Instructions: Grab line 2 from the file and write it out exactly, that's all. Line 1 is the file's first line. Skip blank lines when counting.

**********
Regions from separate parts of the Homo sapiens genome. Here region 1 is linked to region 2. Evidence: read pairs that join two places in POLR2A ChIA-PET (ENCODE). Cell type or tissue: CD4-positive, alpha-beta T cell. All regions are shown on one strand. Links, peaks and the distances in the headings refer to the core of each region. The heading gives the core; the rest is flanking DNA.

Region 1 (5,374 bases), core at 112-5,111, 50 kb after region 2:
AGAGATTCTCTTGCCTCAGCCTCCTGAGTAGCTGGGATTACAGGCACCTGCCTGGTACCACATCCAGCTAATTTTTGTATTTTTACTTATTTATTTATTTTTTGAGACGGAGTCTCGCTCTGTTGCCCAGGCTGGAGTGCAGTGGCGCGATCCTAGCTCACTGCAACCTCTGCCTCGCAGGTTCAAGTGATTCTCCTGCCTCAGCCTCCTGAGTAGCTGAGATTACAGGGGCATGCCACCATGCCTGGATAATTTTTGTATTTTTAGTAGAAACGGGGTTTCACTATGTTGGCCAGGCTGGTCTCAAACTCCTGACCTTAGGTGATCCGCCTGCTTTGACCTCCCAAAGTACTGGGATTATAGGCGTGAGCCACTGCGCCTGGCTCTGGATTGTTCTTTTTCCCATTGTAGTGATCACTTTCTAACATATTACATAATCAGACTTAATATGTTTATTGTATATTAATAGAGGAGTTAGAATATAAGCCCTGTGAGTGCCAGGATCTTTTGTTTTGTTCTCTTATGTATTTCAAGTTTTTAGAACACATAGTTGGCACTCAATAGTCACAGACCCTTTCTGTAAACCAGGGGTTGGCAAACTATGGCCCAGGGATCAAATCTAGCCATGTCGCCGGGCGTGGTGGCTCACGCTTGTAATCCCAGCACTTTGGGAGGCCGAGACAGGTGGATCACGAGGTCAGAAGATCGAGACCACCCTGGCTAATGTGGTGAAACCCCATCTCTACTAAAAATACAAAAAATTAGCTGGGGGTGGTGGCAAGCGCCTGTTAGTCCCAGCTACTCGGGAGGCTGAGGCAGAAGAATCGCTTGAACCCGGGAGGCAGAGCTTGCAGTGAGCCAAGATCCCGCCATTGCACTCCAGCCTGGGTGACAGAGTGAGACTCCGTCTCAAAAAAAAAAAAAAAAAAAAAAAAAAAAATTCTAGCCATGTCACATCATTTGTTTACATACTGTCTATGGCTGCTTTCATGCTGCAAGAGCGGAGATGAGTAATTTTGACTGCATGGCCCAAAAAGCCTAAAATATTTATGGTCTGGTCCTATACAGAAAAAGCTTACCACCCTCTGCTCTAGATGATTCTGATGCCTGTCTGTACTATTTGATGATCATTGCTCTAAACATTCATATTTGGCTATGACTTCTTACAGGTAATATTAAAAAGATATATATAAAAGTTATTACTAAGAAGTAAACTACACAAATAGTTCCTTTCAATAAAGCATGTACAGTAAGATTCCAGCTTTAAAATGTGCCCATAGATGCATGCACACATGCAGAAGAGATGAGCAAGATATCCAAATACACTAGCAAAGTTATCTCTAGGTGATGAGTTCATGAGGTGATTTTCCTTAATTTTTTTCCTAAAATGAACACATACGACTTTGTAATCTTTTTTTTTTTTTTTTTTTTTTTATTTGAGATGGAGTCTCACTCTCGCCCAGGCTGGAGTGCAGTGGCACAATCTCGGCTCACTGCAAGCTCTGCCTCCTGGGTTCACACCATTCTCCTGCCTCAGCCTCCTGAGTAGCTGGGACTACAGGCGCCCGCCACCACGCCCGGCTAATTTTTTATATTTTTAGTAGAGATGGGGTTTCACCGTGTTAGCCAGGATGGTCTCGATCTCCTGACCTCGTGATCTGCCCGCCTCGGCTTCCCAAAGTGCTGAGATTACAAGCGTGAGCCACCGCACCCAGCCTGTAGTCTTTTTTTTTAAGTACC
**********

Region 1 (5,374 bases), core at 112-5,111, 50 kb after region 2: